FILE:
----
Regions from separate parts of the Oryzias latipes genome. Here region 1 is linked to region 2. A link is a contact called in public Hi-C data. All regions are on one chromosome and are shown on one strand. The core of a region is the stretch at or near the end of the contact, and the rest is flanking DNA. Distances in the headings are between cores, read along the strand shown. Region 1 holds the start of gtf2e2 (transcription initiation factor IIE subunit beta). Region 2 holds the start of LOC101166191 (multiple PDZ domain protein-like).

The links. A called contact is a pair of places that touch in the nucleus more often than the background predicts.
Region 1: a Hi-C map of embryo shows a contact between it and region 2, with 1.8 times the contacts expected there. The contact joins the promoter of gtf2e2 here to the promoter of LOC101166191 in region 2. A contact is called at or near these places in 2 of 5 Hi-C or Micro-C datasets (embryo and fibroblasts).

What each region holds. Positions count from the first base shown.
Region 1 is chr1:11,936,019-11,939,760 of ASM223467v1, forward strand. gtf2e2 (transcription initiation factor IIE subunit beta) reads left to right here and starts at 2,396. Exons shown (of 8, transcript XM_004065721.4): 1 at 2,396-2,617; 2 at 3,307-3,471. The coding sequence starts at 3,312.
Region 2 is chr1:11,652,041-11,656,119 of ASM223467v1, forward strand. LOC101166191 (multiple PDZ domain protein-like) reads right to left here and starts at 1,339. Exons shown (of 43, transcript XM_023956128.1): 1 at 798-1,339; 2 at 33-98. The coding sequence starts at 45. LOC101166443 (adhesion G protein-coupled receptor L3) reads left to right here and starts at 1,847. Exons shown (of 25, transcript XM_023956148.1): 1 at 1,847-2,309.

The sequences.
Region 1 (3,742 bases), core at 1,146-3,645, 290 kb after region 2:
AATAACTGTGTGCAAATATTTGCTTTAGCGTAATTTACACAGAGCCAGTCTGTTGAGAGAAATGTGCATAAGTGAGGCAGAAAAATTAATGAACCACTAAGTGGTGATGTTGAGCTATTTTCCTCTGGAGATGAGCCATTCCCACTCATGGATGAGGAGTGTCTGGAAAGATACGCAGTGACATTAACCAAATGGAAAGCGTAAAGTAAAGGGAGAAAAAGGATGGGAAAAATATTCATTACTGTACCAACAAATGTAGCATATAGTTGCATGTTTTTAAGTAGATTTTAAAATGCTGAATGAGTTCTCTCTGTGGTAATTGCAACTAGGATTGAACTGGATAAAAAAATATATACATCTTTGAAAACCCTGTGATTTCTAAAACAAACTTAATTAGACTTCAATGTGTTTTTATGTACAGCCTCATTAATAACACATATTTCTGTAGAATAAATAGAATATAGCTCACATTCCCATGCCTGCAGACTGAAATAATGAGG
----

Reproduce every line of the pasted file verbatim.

Regions from separate parts of the Oryzias latipes genome. Here region 1 is linked to region 2. A link is a contact called in public Hi-C data. All regions are on one chromosome and are shown on one strand. The core of a region is the stretch at or near the end of the contact, and the rest is flanking DNA. Distances in the headings are between cores, read along the strand shown. Region 1 holds the start of gtf2e2 (transcription initiation factor IIE subunit beta). Region 2 holds the start of LOC101166191 (multiple PDZ domain protein-like).

The links. A called contact is a pair of places that touch in the nucleus more often than the background predicts.
Region 1: a Hi-C map of embryo shows a contact between it and region 2, with 1.8 times the contacts expected there. The contact joins the promoter of gtf2e2 here to the promoter of LOC101166191 in region 2. A contact is called at or near these places in 2 of 5 Hi-C or Micro-C datasets (embryo and fibroblasts).

What each region holds. Positions count from the first base shown.
Region 1 is chr1:11,936,019-11,939,760 of ASM223467v1, forward strand. gtf2e2 (transcription initiation factor IIE subunit beta) reads left to right here and starts at 2,396. Exons shown (of 8, transcript XM_004065721.4): 1 at 2,396-2,617; 2 at 3,307-3,471. The coding sequence starts at 3,312.
Region 2 is chr1:11,652,041-11,656,119 of ASM223467v1, forward strand. LOC101166191 (multiple PDZ domain protein-like) reads right to left here and starts at 1,339. Exons shown (of 43, transcript XM_023956128.1): 1 at 798-1,339; 2 at 33-98. The coding sequence starts at 45. LOC101166443 (adhesion G protein-coupled receptor L3) reads left to right here and starts at 1,847. Exons shown (of 25, transcript XM_023956148.1): 1 at 1,847-2,309.

The sequences.
Region 1 (3,742 bases), core at 1,146-3,645, 290 kb after region 2:
AATAACTGTGTGCAAATATTTGCTTTAGCGTAATTTACACAGAGCCAGTCTGTTGAGAGAAATGTGCATAAGTGAGGCAGAAAAATTAATGAACCACTAAGTGGTGATGTTGAGCTATTTTCCTCTGGAGATGAGCCATTCCCACTCATGGATGAGGAGTGTCTGGAAAGATACGCAGTGACATTAACCAAATGGAAAGCGTAAAGTAAAGGGAGAAAAAGGATGGGAAAAATATTCATTACTGTACCAACAAATGTAGCATATAGTTGCATGTTTTTAAGTAGATTTTAAAATGCTGAATGAGTTCTCTCTGTGGTAATTGCAACTAGGATTGAACTGGATAAAAAAATATATACATCTTTGAAAACCCTGTGATTTCTAAAACAAACTTAATTAGACTTCAATGTGTTTTTATGTACAGCCTCATTAATAACACATATTTCTGTAGAATAAATAGAATATAGCTCACATTCCCATGCCTGCAGACTGAAATAATGAGG